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Writing a Commentary vs. Preaching, With Christopher Ash

We're really blessed at CCM to currently count Christopher Ash among our congregation.  Even more than his smiling demeanor and fantastic cheese and ham muffins, each term Christopher contributes a series of sermons from the book of John (we're currently hearing from John 13 & 14).  Hearing that he is also currently writing a commentary on the fourth Gospel, we thought there were some questions which would provide for an interesting insight into this process.

Christopher has been so thorough in his answers that we've broken up our conversation into this discussion on the differences between writing a commentary and preaching and his answers about writing a commentary.

What are some of the differences between writing a commentary and delivering a sermon?  Are there particular challenges to writing/delivering a sermon while writing a commentary?

I can think of four differences, although I’m sure there are more.

A. Coverage

A commentary needs to be comprehensive, covering every verse of a book. A reader needs to be able to pick up a commentary and be confident that his or her question about a particular verse is likely to be answered. Of course, the less technical a commentary, the less absolute that is; lighter commentaries do not cover everything. But if they don’t do a reasonable job of covering the detail as well as the main lines of the book, they limit their usefulness.

By contrast, it is very important indeed that a sermon does not try to cover everything in a bible passage. Sermons are killed dead by trying to cover everything. Sermons need to keep the main thing the main thing, and to aim at getting the main thrust of a passage over forcefully and persuasively. While a longer sermon may be able to cover more that is in a text, it is vital even in a longer sermon that there is a central focus which lines up with the central focus of the passage. A commentary can take the reader at leisure down all the interesting side roads and lanes (not least because the reader can skip these if they choose!). A sermon needs to spend most of its time driving down the main road, so that hearers are left in no doubt where we have travelled and in which direction.

B. Repetition

Commentaries do not need to repeat themselves much. Readers can look back to remind themselves of things they have read. A commentary can focus on saying something once. But a sermon that says something important only once will fail to communicate, except to the most exceptionally gifted listeners. Sermons do well when they follow Winston Churchill’s advice:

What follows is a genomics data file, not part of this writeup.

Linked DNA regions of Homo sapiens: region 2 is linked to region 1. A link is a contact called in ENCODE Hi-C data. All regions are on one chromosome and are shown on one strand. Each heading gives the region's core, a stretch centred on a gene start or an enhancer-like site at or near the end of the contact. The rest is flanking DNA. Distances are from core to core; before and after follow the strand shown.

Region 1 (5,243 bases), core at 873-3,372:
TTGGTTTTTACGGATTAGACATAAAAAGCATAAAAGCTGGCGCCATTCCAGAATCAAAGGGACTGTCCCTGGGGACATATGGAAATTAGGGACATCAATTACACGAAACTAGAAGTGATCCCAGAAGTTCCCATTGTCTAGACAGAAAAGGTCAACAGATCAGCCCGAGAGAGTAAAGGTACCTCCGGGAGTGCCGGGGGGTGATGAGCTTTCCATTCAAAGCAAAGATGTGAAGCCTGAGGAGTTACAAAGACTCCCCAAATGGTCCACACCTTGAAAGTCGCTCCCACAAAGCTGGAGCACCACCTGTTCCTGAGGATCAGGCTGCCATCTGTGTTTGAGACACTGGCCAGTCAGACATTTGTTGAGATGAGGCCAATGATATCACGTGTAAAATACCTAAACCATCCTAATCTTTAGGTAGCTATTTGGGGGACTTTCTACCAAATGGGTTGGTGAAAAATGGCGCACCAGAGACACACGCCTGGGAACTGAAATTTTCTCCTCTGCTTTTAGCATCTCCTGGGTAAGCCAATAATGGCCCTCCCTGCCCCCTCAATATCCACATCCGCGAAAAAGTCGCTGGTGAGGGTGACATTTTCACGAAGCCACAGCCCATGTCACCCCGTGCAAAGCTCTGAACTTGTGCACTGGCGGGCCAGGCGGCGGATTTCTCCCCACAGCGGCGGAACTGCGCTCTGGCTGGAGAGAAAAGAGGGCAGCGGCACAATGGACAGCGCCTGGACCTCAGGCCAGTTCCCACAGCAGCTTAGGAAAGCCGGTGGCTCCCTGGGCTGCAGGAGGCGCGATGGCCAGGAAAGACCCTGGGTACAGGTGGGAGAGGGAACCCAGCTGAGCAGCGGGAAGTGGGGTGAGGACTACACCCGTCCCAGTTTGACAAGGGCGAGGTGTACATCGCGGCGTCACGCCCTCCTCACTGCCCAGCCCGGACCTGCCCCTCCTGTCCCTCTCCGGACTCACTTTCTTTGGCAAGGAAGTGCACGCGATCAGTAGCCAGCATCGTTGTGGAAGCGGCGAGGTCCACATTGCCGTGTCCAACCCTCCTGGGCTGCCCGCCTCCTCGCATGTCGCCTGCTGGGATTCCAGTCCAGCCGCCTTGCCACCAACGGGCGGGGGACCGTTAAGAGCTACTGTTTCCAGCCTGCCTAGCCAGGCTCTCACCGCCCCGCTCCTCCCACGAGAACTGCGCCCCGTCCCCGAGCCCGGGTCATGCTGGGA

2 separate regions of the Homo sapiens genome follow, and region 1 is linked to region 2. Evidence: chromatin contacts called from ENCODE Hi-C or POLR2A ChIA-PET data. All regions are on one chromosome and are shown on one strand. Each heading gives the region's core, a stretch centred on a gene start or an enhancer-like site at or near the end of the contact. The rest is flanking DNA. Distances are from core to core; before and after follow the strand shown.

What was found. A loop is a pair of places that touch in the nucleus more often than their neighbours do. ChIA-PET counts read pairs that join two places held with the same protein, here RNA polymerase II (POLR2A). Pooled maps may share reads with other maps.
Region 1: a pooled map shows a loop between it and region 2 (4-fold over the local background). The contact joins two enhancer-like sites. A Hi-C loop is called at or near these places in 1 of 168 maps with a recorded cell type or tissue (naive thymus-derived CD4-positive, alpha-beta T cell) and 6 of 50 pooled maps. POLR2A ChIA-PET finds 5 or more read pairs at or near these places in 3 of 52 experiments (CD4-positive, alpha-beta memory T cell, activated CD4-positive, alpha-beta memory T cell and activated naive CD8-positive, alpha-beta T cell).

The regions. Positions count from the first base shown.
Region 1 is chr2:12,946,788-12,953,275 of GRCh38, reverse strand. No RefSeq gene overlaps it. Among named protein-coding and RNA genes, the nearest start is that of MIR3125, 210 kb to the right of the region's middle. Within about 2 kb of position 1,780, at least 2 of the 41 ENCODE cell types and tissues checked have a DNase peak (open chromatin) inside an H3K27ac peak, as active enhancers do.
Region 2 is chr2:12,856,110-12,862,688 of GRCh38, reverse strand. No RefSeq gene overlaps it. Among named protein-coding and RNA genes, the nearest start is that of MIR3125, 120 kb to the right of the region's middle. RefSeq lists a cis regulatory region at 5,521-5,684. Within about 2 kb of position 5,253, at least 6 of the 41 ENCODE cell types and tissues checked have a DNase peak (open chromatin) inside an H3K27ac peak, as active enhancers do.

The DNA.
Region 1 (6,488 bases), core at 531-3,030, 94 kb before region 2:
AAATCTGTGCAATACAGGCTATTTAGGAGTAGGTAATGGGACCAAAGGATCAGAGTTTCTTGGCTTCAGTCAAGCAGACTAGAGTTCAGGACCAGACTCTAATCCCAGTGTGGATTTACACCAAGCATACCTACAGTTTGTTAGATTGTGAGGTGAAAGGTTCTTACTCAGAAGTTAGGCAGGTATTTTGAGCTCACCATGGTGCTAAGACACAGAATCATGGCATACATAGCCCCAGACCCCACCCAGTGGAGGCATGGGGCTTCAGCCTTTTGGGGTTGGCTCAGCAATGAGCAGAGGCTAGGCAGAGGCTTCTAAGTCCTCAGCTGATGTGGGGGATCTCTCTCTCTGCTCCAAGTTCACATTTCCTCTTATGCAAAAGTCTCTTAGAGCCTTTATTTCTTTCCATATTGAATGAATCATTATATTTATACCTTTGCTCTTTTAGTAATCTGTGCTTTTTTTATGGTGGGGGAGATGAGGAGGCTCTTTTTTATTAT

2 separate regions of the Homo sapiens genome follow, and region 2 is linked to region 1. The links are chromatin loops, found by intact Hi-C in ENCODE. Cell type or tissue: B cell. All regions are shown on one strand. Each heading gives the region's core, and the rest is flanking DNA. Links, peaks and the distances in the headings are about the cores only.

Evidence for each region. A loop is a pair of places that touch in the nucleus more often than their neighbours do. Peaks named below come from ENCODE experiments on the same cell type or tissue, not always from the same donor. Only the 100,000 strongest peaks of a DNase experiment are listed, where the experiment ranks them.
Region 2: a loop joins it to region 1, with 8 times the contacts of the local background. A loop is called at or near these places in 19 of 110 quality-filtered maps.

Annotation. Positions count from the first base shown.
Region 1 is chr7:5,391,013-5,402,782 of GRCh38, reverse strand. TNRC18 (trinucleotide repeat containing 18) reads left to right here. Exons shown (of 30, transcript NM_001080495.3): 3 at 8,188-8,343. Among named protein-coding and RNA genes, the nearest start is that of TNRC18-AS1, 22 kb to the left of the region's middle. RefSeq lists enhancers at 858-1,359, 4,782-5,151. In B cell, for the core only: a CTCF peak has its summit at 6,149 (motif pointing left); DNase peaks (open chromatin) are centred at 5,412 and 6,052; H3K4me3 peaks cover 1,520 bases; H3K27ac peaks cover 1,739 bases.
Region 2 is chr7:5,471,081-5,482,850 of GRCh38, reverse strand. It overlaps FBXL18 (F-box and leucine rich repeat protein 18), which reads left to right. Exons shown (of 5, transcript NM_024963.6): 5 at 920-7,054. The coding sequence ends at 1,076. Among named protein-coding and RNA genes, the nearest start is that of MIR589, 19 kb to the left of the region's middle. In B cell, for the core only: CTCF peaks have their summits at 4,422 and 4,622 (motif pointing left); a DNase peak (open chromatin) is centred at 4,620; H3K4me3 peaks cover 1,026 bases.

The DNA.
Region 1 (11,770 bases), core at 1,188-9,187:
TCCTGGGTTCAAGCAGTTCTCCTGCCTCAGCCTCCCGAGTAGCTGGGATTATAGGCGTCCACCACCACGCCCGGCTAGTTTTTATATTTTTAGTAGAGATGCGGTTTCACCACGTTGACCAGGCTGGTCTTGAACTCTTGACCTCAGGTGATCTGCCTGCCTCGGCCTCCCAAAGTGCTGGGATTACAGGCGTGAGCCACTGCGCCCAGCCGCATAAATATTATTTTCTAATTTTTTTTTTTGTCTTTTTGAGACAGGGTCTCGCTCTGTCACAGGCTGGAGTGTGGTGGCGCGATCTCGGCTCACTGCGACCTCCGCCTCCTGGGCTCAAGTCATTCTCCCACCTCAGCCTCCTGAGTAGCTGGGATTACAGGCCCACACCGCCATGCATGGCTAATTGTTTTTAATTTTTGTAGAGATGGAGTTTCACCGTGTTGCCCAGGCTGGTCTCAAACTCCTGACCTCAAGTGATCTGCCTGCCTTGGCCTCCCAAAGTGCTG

Tell them what you are going to tell them, then tell them, then tell them what you have told them, and then stop.

Part of the art of preaching is to repeat things without sounding repetitive, to say the same thing using slightly different words, to introduce a theme, to explain a theme, to press home a theme, to conclude and summarise a theme, all in a style that is clear (so that everybody knows what has been said) and fresh (so that no one feels bored by simple verbatim repetition).

C. Application

Commentators do not know the people for whom they write, except in very general terms. Preachers ought to know the people to whom they preach, some individually and in depth, and all in the sense that the preacher has some understanding of the circumstances and culture of the hearers. The precise way in which a bible passage is ‘earthed’ and applied to the hearers by a preacher ought to be more targeted than a commentary and to show that the preacher understands his hearers. This is part of the joy of preaching, that there is a dynamic chemistry of speaker and hearers who are present for the preaching; and it is part of the challenge of writing a commentary, that as you write there is no one there listening (and indeed you wonder if there ever will be!).

D. Delivery

To state the most obvious point, a sermon is spoken while a commentary is written. At Cornhill, we can always tell when a student includes some text from a commentary in their exposition; the style changes dramatically. The sentences become longer, the words become unfamiliar, and the whole thing sounds unreal! A student may be speaking quite naturally and normally, and then suddenly they say something like, “The eschatological implications of this disputed text for the ecclesiological and sectarian tensions of our culture, having been debated for many centuries, continue to cause controversy, notwithstanding the thoroughness with which Augustine has addressed them.” By half way through that sentence, we have switched off!